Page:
Study: Inbreeding, Specific Genetic Marker May Decrease A Thoroughbred’s Likelihood To Race

by Paulick Report Staff


Scientists at the University College Dublin, the University of Edinburgh, and the Irish equine genetic testing company Plusvital conducted a study to determine the relationship between inbreeding and the likelihood of a Thoroughbred to make it to the races. The study, titled “Inbreeding depression and the probability of racing in the Thoroughbred horse,” was published June 29, 2022 in the peer-reviewed scientific journal “Proceedings of the Royal Society B.”

The study looked at the genomes of 6,000 Thoroughbreds across Europe and Australia, and demonstrated that for every 10 percent increase in inbreeding, there was a 44 percent lower chance that the horse would make it to the races. In addition, the study pointed to a specific genetic marker which was related to a significant decrease in the likelihood that that horse would make it to the races.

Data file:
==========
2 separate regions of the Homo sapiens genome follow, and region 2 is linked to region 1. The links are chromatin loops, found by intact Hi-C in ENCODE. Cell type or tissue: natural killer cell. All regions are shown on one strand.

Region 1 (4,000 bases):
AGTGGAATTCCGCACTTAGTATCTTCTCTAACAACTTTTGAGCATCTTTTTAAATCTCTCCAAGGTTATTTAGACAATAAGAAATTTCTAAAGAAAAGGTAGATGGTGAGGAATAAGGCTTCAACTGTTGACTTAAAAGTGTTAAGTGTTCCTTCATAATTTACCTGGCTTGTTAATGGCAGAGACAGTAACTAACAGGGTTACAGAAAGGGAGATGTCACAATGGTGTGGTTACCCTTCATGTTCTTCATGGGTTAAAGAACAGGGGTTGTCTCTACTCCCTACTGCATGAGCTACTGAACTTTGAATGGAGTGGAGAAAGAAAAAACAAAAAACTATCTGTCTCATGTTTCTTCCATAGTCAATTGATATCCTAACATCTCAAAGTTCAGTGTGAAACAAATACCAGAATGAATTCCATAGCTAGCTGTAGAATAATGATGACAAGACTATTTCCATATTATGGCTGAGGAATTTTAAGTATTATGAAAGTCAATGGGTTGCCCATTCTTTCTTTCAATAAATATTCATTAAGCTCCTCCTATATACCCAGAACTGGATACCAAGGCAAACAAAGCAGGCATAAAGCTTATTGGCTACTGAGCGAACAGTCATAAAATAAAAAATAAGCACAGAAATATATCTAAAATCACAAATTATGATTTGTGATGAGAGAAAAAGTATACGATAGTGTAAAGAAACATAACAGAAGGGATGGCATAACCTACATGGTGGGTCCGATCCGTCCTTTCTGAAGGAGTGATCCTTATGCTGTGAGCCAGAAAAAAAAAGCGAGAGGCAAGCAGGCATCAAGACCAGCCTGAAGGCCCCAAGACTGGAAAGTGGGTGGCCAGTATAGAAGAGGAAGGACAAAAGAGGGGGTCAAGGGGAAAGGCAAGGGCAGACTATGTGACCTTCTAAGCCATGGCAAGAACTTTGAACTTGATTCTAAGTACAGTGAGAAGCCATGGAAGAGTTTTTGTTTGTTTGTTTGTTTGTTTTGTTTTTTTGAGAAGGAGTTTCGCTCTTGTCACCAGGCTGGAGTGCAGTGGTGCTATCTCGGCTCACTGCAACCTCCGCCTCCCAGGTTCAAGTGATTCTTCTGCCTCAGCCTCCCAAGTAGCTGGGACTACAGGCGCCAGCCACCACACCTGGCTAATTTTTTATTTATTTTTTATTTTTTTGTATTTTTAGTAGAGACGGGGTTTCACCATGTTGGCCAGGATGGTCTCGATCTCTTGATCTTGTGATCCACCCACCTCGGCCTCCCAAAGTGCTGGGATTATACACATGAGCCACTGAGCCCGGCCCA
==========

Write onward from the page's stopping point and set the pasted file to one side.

According to the study, that genetic marker (EFNA5) is responsible for encoding the ephrin ligand, which is broadly expressed during tissue development and repair. Among its roles are: neonatal muscle development and regeneration, regulation of cardiomyocytes, skeletal development, fracture repair, and cartilage repair.


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